Security Advisor

The Cost of Keeping Windows XP

EDIT: I originally blogged that the XP study was done by Gartner. It was actually conducted by IDC. Apologies for the confusion.

Microsoft hasn't been shy about the fact that Windows XP will be losing support (which means no more monthly fixes for the newest batch of bugs) in a little less than two years. The company has been very forward about it, even making a point to highlight the 1000-day mark until its death. I'm actually surprised that there's not a running "death" clock on its home page.

Microsoft isn't in the business of making friends. It's in the business of taking your money. So, of course there is an ulterior motive to these constant XP death reminders: It wants you to upgrade to Windows 7.

And the next phase of Microsoft's nagging attacks? Paying for an IDC study that says keeping XP is more costly than upgrading to Windows 7.

According to IDC's analysis, titled "Mitigating Risk: Why Sticking With Windows XP Is a Bad Idea," it costs $870 for a shop to keep an XP machine running in a year's span. Counter that with $168 annual maintenance fee for Windows 7, and you could see how upgrading may be in your company's best interest.

IDC (with Microsoft looking over its shoulder, just to remind you) said this huge gap between maintenance costs come from XP lacking security and the loss of productivity from users working from older machines.

It's not only users who are losing precious working time -- Windows 7 is reportedly able to reduce the amount of time IT needs to patch by 82 percent.

What do you think of IDC's totally unbiased assessment? Do you find yourself spending more time with XP issues than Windows 7 problems? Share your thoughts with me at cpaoli@1105media.com.

Iran Flamed With Surveillance Malware
In what is more than likely being shopped to Hollywood studios for a summer 2013 release, security firm Kaspersky has lifted the veil off of the "Flame" virus, saying it's the "most sophisticated cyber weapon yet."

According to the company, Flame has been running rampant in the Middle East the past two years, with the majority of infected computers located in Iran. But unlike most malware, which aims to steal your credit card info (which Flame can technically do), this worm has been just watching those that have been compromised.

This includes eavesdropping on Skype calls, rummaging through cell phone data that's connected to a Bluetooth device and watching every click of the user.

And like the Stuxnet and Duqu worms, Flame may be the work of a government body. Rumors have been circulating that Israel, Iran's unfriendly neighbor, could be behind this cyber attack.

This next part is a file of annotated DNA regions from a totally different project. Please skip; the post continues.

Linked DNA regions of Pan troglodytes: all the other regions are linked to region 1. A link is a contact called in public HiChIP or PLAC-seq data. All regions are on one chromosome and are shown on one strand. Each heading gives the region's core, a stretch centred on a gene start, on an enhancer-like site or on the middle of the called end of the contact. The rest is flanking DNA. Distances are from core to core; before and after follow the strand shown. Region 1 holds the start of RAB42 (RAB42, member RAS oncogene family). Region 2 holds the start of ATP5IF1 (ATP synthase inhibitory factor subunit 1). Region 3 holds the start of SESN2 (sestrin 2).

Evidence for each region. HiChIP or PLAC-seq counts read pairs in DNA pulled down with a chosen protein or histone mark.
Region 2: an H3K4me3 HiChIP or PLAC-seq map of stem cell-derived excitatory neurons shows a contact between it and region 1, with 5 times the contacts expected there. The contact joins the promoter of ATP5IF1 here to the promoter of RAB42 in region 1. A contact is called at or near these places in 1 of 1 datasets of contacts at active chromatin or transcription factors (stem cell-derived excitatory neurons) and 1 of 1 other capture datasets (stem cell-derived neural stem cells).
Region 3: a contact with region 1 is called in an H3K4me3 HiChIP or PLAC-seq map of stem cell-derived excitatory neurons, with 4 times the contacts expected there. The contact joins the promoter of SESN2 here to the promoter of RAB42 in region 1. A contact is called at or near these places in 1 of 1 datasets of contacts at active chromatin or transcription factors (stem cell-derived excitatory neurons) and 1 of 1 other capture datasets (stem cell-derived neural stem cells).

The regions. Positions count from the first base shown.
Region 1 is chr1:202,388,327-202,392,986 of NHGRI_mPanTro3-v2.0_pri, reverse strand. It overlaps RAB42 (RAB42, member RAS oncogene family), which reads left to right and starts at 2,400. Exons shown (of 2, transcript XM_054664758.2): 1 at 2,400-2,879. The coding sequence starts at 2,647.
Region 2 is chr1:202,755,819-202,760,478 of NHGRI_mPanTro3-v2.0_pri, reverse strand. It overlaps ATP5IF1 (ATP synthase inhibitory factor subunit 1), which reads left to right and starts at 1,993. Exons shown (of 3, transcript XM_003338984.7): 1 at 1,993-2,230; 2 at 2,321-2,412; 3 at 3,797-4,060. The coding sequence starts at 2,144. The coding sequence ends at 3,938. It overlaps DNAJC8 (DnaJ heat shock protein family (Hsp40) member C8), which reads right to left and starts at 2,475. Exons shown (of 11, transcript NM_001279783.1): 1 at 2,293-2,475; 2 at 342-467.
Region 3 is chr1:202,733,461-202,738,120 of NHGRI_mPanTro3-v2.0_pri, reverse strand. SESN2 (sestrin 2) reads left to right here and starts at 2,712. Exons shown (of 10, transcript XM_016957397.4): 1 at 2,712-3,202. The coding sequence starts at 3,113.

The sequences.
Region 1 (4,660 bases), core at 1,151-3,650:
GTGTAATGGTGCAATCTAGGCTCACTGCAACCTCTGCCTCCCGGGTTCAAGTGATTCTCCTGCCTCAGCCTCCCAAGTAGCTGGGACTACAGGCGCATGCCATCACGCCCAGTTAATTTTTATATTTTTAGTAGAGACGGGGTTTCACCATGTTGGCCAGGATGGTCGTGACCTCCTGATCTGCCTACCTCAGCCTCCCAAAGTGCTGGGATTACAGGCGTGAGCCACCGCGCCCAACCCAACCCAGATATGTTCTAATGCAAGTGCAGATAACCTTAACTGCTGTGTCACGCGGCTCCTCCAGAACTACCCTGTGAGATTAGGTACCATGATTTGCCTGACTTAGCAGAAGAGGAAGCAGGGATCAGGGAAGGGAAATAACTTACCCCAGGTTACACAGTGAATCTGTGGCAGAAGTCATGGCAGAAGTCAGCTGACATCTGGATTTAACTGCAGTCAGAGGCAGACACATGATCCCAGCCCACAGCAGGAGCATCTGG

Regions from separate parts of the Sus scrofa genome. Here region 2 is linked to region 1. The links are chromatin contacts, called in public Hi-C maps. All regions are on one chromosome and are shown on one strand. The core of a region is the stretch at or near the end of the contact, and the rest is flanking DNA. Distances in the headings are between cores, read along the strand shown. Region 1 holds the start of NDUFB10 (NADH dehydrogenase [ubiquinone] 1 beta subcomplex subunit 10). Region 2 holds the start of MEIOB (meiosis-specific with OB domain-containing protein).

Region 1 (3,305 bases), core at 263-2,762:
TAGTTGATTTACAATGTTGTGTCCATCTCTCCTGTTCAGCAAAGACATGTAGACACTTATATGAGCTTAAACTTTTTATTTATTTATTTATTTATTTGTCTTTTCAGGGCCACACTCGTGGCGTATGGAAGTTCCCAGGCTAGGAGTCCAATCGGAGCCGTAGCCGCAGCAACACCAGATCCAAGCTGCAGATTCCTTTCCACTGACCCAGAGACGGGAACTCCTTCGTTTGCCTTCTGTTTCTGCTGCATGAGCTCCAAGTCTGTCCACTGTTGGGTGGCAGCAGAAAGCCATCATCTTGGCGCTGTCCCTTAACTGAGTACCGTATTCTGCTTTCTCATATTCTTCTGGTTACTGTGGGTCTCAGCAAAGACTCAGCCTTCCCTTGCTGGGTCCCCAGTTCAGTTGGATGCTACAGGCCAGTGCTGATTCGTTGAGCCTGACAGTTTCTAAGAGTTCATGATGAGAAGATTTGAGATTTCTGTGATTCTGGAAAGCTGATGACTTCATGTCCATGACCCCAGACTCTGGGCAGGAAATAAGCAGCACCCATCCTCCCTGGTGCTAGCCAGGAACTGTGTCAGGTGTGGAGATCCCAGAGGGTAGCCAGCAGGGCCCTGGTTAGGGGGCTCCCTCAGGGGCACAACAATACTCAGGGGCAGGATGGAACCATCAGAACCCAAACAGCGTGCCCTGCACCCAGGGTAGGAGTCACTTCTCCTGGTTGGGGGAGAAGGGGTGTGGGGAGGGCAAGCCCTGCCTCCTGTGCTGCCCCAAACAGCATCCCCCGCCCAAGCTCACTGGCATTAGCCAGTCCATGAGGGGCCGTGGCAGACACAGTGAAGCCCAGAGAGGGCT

Here's what Israel had to say about it: "Whoever sees the Iranian threat as a significant threat is likely to take various steps, including these, to hobble it," said Israeli Vice Premier Moshe Yaalon. "Israel is blessed with high technology, and we boast tools that open all sorts of opportunities for us."

I don't know about you, but that sounds like Israel is fessing up to being involved, without explicitly saying so.

Employee Social Network Monitoring On the Rise
Let's double up on the industry analysis. Although this one doesn't look like it was sponsored by Microsoft.

According to Gartner, IT's monitoring of those using Facebook and other social networking sites is posed to skyrocket.

It found that currently 10 percent of enterprises like to see what its employees did over the weekend. That number is projected to increase by 60 percent by 2015, thanks to the explosion of monitoring software in the market.

"The growth in monitoring employee behavior in digital environments is increasingly enabled by new technology and services," said Andrew Walls, research vice president of Gartner. "Surveillance of individuals, however, can both mitigate and create risk, which must be managed carefully to comply with ethical and legal standards."

Enterprises must balance using said technology to stop the loss of time and money that could be caused by increased security risks and loss of productivity, while at the same time making sure it's not pissing off its employees by creating an Orwellian work environment.

What are your thoughts on social networking monitoring? And what is the solution for balancing security and privacy? Let me know at cpaoli@1105media.com.

About the Author

Chris Paoli is the site producer for Redmondmag.com and MCPmag.com.

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